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The Broadway Effect in Rocky, Aladdin, Les Miz

The musical Aladdin on Broadway has gotten rid of Abu, Aladdin’s trusted if mischievous monkey companion, as well as the pet tiger Rajah, both of whom were in Disney’s 1992 animated film. In Rocky on Broadway, you cannot see the real streets of Philadelphia, nor in Les Miserables on Broadway can you see the performers’ nostrils; both loomed large in the film versions.

About a third of the forty two new shows in the 2013-2014 Broadway season were either adapted from a movie or so closely associated with one that the film serves both to lure an audience into the musical, and to raise audience expectations—the former a godsend for the producers, the latter a terror for the creative team. How do you offer something both comforting and exciting, familiar and surprising; what can Broadway offer as compensation for the loss of Abu, Philadelphia and Hugh Jackman’s shapely nose?

The answer is what we can call The Broadway Effect, and now is a good time to consider it. March and April are always the most frenzied months for New York drama critics, with nearly half of the entire Broadway season’s openings crammed into the few short weeks before the deadline for Tony Award eligibility. Those of us lucky enough to be invited to this ritual hazing can’t help but detect trends in stagecraft among the parade of plays and musicals.

It doesn’t take a consistent theatergoer, though, to recognize what over the past few decades have entered the standard Broadway playbook of stage effects:

  • Stage smoke/fog
  • Confetti shot out of (on-stage or off-stage) cannons
  • Banks of bright lights shining directly in the audience’s eyes
  • Shimmering stars against a deep black night (I mean the celestial bodies, but of course celebrities are also now standard.)
  • Weather (usually rain), accompanied by somber black umbrellas or loud crashing noises.
  • Magically moving scenery (via computer automation)
  • Video projections

It’s not just such stage special effects that contribute to the Broadway Effect; one must include Broadway’s traditional elements that continue to thrive, such as massive synchronized ensemble tap-dancing. I’m not arguing that the Broadway Effect makes the writing and the performances of secondary importance.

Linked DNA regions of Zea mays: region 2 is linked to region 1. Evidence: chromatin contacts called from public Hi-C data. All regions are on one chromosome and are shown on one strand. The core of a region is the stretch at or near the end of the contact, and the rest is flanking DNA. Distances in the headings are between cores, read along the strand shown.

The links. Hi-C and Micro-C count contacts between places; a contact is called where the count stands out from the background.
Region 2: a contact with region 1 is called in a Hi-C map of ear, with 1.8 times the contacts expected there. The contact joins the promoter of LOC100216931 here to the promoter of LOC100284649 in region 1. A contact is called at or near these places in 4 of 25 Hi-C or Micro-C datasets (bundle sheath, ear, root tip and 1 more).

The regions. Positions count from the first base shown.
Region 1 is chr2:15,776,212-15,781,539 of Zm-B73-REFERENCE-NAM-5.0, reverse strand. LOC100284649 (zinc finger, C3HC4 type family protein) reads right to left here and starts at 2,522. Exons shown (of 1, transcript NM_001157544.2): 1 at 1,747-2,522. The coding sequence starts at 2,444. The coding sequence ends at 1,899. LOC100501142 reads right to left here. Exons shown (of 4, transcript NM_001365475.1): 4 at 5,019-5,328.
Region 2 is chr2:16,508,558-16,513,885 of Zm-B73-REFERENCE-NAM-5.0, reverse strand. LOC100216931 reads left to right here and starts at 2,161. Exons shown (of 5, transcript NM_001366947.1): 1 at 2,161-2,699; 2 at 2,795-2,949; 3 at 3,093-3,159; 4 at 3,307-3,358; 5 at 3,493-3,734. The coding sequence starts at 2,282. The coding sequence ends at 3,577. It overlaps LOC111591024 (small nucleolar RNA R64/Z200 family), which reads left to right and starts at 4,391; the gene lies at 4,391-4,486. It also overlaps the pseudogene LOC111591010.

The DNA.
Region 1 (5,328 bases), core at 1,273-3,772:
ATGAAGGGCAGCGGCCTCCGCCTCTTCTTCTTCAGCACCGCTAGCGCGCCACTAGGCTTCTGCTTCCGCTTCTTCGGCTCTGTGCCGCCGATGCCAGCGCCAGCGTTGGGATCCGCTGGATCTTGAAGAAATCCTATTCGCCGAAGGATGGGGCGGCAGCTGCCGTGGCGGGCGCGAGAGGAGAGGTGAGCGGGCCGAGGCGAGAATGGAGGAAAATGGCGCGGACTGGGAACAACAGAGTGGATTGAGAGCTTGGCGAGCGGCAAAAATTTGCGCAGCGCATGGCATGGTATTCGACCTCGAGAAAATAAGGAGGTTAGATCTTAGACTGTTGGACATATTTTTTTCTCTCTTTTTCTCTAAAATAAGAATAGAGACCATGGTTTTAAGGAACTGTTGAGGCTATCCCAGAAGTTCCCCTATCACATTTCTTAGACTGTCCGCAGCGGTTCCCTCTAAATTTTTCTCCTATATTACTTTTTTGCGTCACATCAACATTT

If it’s hard to pin down the Broadway Effect, it’s also difficult to deny it. The Broadway Effect can feel like an extra perk for a good show, and the saving grace of a bad one; indeed it can save a show, period, sometimes critically or even artistically, more often financially. It can also do a show in.

My discovery of The Broadway Effect occurred during the musical adaptation of the Tom Hanks film, Big. In the movie, Tom Hanks played twelve-year-old Josh magically put into a grown-up’s body. He gets a low-level job at a toy company, and there is a pivotal scene where he happens to run into the head of the company at F.A.O. Schwarz; they bond by playing Chopsticks with their feet on a giant keyboard.

The Broadway adaptation of this movie, by the husband-wife team of the late director Mike Ockrent and choreographer Susan Stroman, turned this scene into the biggest production number I had ever seen, all two dozen-plus cast members furiously tap-dancing en masse on, before, behind, and above that keyboard, vigorously leaping, maybe even somersaulting in the air. I vaguely recall a burst of confetti, a unicyclist and a blimp passing overhead; I suspect that’s an implanted memory, but it gets at the over-the-top impression the Chopsticks left.

Need I point out this number directly subverted the whole point of the scene in the movie? Josh and the toy company owner specifically and exclusively bonded with one another, not with the entire universe. The Times critic called the musical number “athletic and heady”; Variety’s called it “incongruous.” Both were correct.

That was almost twenty years ago, and the Broadway Effect is more often achieved these days with state-of-the-art technology. I thought I glimpsed the future of American theater in 2010 when I saw—should I admit this?—Enron. The cutting-edge stage-craft brought it close to the level of multimedia performance art. Most theatergoers apparently didn’t see what I saw in the play, and, though it was a hit in Great Britain, Enron closed in a remarkably short time in New York.

Not having learned my lesson, in 2012, I championed Ghost, another British export, which presented astonishing video projections by Jon Driscoll (who had done them for Enron), and breathtaking illusions by Paul Kieve; together they created a vertiginous joyride, in which the audience was brought flying in the air between New York’s skyscrapers; touring ground-level through various New York neighborhoods; passing underground between dangerously speeding subway cars; even travelling close-up between the lovers’ bodies! Again, the show closed quickly. My view of their stagecraft was at least partly vindicated when Kleve went on to work his magic on shows that have been better appreciated, Matilda and Pippin (an example of a show that many believe was redeemed in part by this production’s flash) and Driscoll is now known for the amazing interplay between video and live performers in the Broadway production of the Kneehigh Theatre’s Brief Encounter.